• There’s also a further representational issue here. MPs are elected to represent their constituency – and their party. An MP must balance the work of the party with the work of the constituency, holding true to the values of the party but also representing what their local community wants. Hence, the issue an MP faces when their constituency asks them to take a line which goes against that of the party. But, on top of this, the MP is meant to represent their party ward. At time of writing, the BBC is reporting that 90% of constituency wards are backing Corbyn. Interestingly, it has emerged that the wards of Corbyn critics have called on their MP – as their local and party representative – to support Corbyn. In particular, Angela Eagle – who will likely challenge Corbyn for the leadership, and John Spellar (who only this morning was on the Daily Politics, accusing the party of being overrun by “Trots” (Corbyn evidently isn’t a Trotskyist, fyi)), both voted to support Corbyn by 90% (in Eagle’s case, a petition launched by her local constituency, calling on her to resign for ignoring them, now has almost 10,000 signatures) . This is clearly something the MPs in question have chosen to ignore. Thus, we need to ask ourselves who the MPs are representing – what they perceive as the interest of the Labour Party, or the members of the party.
  • Having spoken to many Labour members from various wings of the party over the last few days, there is a fairly universal feeling of disgust at the situation, if not always targeted at the same players. The vote for Brexit has caused considerable distress, as well as fulfilled the reality of some legitimate fears about the rise of the extreme right of the Tory party, an increase in xenophobia (racially motivated hate crime skyrocketed after the vote, with a 57% increase in reported incidents) and a further fear about the degradation of workers’ rights as Britain leaves the EU. Labour should, at this point, present a united opposition; there is no real way back into the EU at this point – not without causing outrage by ignoring a popular vote – and the responsibility for preserving progressive policies lies in Labour’s hands. Therefore, the political infighting is distressing, and this is really notwithstanding the anti-Corbyn feeling within the PLP. The timing of this coup is notable; could matters not have been held off for a few months, or longer, until the political landscape was more stable? Diane Abbott makes this point very well in a comment piece for the Guardian, here.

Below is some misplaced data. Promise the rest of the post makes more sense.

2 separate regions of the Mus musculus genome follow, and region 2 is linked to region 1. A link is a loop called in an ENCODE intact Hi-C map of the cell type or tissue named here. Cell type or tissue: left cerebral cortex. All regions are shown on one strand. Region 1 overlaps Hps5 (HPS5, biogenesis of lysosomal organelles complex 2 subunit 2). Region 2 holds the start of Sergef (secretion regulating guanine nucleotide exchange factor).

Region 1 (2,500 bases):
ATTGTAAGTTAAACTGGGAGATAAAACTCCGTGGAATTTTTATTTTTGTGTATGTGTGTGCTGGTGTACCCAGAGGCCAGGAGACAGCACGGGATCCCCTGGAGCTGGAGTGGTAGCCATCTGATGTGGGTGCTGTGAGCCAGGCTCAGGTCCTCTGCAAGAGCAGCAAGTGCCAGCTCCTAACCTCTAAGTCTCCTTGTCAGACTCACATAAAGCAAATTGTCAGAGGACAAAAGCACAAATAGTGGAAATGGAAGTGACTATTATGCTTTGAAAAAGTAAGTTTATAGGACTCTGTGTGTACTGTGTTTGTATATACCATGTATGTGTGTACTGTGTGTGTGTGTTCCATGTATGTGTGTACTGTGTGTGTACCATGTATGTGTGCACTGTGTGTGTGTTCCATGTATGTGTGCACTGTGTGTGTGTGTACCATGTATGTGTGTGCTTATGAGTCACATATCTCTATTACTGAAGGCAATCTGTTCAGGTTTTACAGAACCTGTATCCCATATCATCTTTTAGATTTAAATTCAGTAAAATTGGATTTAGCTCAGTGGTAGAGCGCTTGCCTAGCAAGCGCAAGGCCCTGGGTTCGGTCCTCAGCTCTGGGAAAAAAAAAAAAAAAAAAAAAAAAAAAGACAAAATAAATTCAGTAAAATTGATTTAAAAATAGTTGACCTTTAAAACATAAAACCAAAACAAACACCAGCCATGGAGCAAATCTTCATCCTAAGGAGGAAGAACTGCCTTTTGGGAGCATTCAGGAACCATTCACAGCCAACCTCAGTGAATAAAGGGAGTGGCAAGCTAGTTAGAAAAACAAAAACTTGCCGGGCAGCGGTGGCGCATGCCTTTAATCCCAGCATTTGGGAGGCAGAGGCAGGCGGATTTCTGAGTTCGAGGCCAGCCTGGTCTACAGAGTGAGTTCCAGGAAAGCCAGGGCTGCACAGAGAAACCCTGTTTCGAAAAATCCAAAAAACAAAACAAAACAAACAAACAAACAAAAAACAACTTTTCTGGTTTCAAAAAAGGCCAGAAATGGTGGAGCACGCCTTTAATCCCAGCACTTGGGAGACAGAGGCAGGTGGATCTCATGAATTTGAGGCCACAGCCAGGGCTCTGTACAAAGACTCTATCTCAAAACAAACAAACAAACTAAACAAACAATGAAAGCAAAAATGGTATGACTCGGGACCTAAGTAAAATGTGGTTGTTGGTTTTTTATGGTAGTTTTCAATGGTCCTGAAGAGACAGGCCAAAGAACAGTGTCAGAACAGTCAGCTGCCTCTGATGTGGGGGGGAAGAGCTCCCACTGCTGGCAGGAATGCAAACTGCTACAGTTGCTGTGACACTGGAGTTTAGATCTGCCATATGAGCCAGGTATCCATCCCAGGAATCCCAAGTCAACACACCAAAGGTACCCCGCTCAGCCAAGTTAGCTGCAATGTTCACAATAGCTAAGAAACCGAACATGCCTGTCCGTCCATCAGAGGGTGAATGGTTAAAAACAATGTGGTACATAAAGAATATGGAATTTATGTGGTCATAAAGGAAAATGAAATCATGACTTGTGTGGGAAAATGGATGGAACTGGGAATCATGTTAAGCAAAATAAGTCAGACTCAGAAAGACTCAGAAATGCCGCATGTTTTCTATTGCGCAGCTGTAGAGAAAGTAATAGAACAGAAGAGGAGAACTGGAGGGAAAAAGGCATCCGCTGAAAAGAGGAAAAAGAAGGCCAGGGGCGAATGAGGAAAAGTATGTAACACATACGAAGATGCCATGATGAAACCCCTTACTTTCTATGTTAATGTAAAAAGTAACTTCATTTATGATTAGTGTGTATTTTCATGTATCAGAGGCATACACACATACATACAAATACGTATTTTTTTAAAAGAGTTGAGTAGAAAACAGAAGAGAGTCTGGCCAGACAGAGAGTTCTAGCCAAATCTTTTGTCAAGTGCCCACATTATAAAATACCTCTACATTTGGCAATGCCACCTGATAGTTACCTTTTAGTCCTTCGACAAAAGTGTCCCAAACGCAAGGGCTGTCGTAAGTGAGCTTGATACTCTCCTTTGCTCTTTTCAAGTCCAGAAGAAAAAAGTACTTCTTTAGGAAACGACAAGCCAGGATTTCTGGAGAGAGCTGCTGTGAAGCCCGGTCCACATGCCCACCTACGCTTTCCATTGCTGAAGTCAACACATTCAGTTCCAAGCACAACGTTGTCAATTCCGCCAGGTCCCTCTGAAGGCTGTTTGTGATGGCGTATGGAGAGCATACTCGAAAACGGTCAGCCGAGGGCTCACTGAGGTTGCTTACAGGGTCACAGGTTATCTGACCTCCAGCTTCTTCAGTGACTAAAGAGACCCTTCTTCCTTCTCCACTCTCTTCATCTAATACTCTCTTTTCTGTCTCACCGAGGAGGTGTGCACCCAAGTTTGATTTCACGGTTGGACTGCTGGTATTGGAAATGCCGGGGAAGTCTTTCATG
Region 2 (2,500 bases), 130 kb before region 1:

• Timing wise, it is also hard to shake the feeling that this was, in some way orchestrated. This is not to say that every Labour MP who resigned, or voted against Corbyn in the ballot, was part of a pre-planned coup, but it is interesting that The Telegraph, of all papers, reported on June 13th that there were movements being made within the PLP to remove Corbyn well before the results of the referendum came out. To quote the piece, anti-Cobryn MPs intended to remove Corbyn by “fanning the flames with front bench resignations and public criticism they [the MPs] think the signatures needed to trigger a leadership race can be gathered within a day.” This is perhaps the only time in history that a Conservative paper has predicted the future with any accuracy. In other words, then, in the event of a Brexit, a time when we need a united opposition, anti-Corbyn MPs (or at least some of them) planned to use the crisis for political infighting. This, frankly, is unacceptable conduct. A leadership challenge could easily have emerged at a less divisive time.